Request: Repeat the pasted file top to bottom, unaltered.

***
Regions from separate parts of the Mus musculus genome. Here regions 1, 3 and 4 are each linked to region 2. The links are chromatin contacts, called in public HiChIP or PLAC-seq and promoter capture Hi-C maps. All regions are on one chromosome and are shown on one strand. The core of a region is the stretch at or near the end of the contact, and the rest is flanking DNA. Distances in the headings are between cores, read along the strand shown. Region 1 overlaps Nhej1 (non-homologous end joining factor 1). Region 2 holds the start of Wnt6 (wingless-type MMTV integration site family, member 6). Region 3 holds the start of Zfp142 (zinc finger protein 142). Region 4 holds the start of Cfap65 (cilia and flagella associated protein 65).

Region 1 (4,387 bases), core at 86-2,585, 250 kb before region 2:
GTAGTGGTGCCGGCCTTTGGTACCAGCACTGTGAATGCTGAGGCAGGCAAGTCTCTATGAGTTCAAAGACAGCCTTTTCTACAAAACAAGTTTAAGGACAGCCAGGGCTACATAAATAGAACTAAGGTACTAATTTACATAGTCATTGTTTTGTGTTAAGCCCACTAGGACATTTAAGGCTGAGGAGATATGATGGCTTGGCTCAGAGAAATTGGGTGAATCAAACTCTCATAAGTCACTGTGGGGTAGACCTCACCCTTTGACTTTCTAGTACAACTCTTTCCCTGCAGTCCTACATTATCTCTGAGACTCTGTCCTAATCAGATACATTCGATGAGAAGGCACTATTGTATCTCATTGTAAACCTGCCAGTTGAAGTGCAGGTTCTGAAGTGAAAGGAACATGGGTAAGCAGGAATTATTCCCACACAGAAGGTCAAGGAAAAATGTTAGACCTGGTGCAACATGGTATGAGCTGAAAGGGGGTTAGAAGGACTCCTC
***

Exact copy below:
Regions from separate parts of the Mus musculus genome. Here regions 1, 3 and 4 are each linked to region 2. The links are chromatin contacts, called in public HiChIP or PLAC-seq and promoter capture Hi-C maps. All regions are on one chromosome and are shown on one strand. The core of a region is the stretch at or near the end of the contact, and the rest is flanking DNA. Distances in the headings are between cores, read along the strand shown. Region 1 overlaps Nhej1 (non-homologous end joining factor 1). Region 2 holds the start of Wnt6 (wingless-type MMTV integration site family, member 6). Region 3 holds the start of Zfp142 (zinc finger protein 142). Region 4 holds the start of Cfap65 (cilia and flagella associated protein 65).

Region 1 (4,387 bases), core at 86-2,585, 250 kb before region 2:
GTAGTGGTGCCGGCCTTTGGTACCAGCACTGTGAATGCTGAGGCAGGCAAGTCTCTATGAGTTCAAAGACAGCCTTTTCTACAAAACAAGTTTAAGGACAGCCAGGGCTACATAAATAGAACTAAGGTACTAATTTACATAGTCATTGTTTTGTGTTAAGCCCACTAGGACATTTAAGGCTGAGGAGATATGATGGCTTGGCTCAGAGAAATTGGGTGAATCAAACTCTCATAAGTCACTGTGGGGTAGACCTCACCCTTTGACTTTCTAGTACAACTCTTTCCCTGCAGTCCTACATTATCTCTGAGACTCTGTCCTAATCAGATACATTCGATGAGAAGGCACTATTGTATCTCATTGTAAACCTGCCAGTTGAAGTGCAGGTTCTGAAGTGAAAGGAACATGGGTAAGCAGGAATTATTCCCACACAGAAGGTCAAGGAAAAATGTTAGACCTGGTGCAACATGGTATGAGCTGAAAGGGGGTTAGAAGGACTCCTC